Highest state of alert declared as health and care services face ‘incredible pressure’

Health and care leaders in South Gloucestershire, Bristol and North Somerset have declared the highest state of alert – Opel 4 – because services are under “incredible” pressure.

They are issuing a fresh call to the public as continuing COVID-19 hospitalisations and ongoing workforce challenges are being felt across NHS hospitals, GP practices, community and mental health services and social care.

Local leaders are urging people to stay away from busy emergency departments and minor injury units unless absolutely necessary, with additional exceptional steps being taken to manage the situation.

From this week people being admitted to hospital will be asked to plan their discharge with ward staff straight away, with efforts made to move people on as soon as they are medically well enough to leave hospital – even if that’s to an appropriate place further from home. This step is being taken to ensure hospital beds are available for those who are most acutely unwell.

Family and friends will be called on to arrange timely discharge of their loved ones, and voluntary and community sector partners such as the Red Cross will support more people to return home or to another service in the community. Leaders say the coming weeks are likely to be just as tough and are urging the public to:

Think 111 First for all urgent but non-life-threatening injuries or illnesses.

Help look out for your community – checking in on loved ones and neighbours who might need extra support, especially as winter approaches.

Protect yourself – get vaccinated against COVID-19 and flu. You can find all the details you need at grabajab.net

Today Dr Peter Brindle, medical director for the Bristol, North Somerset and South Gloucestershire Clinical Commissioning Group, said: “Workforce challenges, increased demand, the ongoing impact of COVID-19, and a growing backlog of people waiting for planned care make this the most challenging period we have ever experienced.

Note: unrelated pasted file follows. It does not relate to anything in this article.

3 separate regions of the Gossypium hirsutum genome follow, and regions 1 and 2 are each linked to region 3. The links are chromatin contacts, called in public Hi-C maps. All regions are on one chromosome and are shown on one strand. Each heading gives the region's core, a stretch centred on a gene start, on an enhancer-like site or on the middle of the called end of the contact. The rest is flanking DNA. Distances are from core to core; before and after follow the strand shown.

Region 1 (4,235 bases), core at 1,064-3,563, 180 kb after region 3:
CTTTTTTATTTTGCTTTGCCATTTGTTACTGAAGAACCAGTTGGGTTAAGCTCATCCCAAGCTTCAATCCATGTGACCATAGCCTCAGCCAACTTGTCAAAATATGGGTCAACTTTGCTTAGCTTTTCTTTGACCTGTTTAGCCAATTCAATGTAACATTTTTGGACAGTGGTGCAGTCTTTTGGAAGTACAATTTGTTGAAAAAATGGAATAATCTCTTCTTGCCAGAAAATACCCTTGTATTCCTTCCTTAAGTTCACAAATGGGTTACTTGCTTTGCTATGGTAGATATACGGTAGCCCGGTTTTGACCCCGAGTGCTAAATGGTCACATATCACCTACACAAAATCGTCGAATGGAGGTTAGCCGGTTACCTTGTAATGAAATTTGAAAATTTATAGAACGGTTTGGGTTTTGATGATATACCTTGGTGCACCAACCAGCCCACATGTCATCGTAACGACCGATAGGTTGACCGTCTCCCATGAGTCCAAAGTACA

“Throughout this time, people’s safety remains our first priority. To focus our resources on those who most need them, we are taking difficult decisions – including moving people on from hospital as soon as they are medically well enough to be discharged – even if it’s to an alternative community bed further from home.

“The public can really help us here – by checking in on loved ones who might need extra support in the community, and by ensuring they’re ready to help out with discharge as soon as we call. At this stage, every hour counts. Together, we need to do everything we can to make sure people are supported in the right place.

“Your continuing support for loved ones at home will make all the difference this winter.”

The Healthier Together Partnership – formed of NHS Hospital Trusts, the Ambulance Trust, the Clinical Commissioning Group, all three local authorities and community, primary care and mental health services – has written to every member of health and social care staff, local councillors, MPs and community groups to share this message.

The Partnership is also launching more targeted drives on recruitment – particularly into the care sector – in the coming weeks.

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